It's not about creating a single electronic record that can be viewed by healthcare professionals in any clinical setting.
It's not about submitting information so that GP surgeries and hospitals are paid appropriately for the care that they provide.

It is about data extraction, linkage and analysis: in other words, data mining.
A "data trawl", if you prefer a commercial fishing analogy.


Can I limit the information uploaded about me under care.data, e.g. not include certain diagnoses or my smoking/alcohol habits?

NO.

It's your whole GP record, and everything in it, or nothing.


Will it be a one-off upload of my data?

NO.

Your GP data will continue to be uploaded, on a daily basis. So any new diagnoses, medication prescriptions and results will be automatically uploaded and added to the copy of your record held by NHS Digital.


Who will be the data controller for my uploaded information?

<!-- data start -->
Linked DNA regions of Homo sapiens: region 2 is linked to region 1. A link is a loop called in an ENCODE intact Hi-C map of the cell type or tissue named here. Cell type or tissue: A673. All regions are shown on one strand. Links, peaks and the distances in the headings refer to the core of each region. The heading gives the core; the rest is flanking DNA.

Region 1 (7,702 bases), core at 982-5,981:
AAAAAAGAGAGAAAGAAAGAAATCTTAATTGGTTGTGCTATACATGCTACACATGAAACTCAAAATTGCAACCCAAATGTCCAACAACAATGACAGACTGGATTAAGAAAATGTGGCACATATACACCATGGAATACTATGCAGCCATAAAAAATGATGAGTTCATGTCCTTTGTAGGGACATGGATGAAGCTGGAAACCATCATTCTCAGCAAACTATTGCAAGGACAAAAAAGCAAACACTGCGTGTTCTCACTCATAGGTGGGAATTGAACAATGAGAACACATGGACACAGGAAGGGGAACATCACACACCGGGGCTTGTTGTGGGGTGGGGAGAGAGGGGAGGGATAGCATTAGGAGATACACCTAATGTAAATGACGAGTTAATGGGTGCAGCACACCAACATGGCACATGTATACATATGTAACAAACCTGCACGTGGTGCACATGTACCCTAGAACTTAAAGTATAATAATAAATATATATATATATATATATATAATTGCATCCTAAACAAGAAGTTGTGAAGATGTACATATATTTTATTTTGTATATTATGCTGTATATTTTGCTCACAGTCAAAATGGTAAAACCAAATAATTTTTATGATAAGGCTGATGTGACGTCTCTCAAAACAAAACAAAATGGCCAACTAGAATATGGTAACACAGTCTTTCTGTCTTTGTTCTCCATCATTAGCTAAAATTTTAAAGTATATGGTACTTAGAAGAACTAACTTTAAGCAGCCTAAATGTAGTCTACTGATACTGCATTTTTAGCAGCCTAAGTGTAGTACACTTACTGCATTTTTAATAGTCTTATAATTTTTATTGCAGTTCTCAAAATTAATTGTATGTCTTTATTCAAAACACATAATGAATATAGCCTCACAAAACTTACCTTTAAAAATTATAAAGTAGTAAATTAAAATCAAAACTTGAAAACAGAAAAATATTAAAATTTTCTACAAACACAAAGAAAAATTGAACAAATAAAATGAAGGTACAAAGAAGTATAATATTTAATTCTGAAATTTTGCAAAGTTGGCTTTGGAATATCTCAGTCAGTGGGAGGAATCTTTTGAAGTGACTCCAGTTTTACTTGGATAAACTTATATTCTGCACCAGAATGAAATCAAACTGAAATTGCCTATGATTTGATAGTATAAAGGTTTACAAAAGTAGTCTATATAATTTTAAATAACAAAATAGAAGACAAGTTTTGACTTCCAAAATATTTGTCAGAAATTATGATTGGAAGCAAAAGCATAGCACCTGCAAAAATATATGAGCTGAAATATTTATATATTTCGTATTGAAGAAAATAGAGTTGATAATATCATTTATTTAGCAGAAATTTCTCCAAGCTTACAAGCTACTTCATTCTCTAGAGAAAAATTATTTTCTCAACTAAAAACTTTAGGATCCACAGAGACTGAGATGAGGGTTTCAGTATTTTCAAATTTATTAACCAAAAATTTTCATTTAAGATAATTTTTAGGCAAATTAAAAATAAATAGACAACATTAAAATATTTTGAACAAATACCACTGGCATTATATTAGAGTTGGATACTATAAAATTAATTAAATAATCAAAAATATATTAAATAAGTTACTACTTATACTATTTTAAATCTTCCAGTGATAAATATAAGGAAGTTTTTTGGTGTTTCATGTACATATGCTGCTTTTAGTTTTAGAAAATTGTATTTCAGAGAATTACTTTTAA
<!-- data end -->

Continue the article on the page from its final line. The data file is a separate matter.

NHS Digital will be.

Once the data has been extracted, the GP practice is no longer the data controller for that information, and cannot control or protect in any way how that information is used, shared, sold, or who has access to it.

Your GP will neither be the data controller nor any sort of joint data controller with NHS Digital for your uploaded information.


Is this really care.data2?

YES.

Click to drop down/close more information about the similarities between care.data1 and care.data2

Just like its predecessor, care.data2 involves:

But care.data2 is:

NHS Digital will use care.data2 as a replacement for certain existing data disclosures by GP surgeries (so called GPES extractions), because the extraction now involves so much information from the GP record.

But that does not make this extraction, and this project, any less of another care.data



Your anonymised and aggregate data

Will I be informed when my anonymised or aggregate data is released or sold to organisations?

NO.

You lose all control of your GP record once it is uploaded to NHS Digital.

Will I be asked for my consent before my anonymised or aggregate data is released or sold to organisations?

NO.

You lose all control of your GP record once it is uploaded to NHS Digital.


Consent - your informed, explicit permission - plays no part in care.data2

At no point - ever - are you asked for your permission for anything to happen to your medical records.



Can I object to my data being provided or sold to organisations in an aggregated or anonymised format?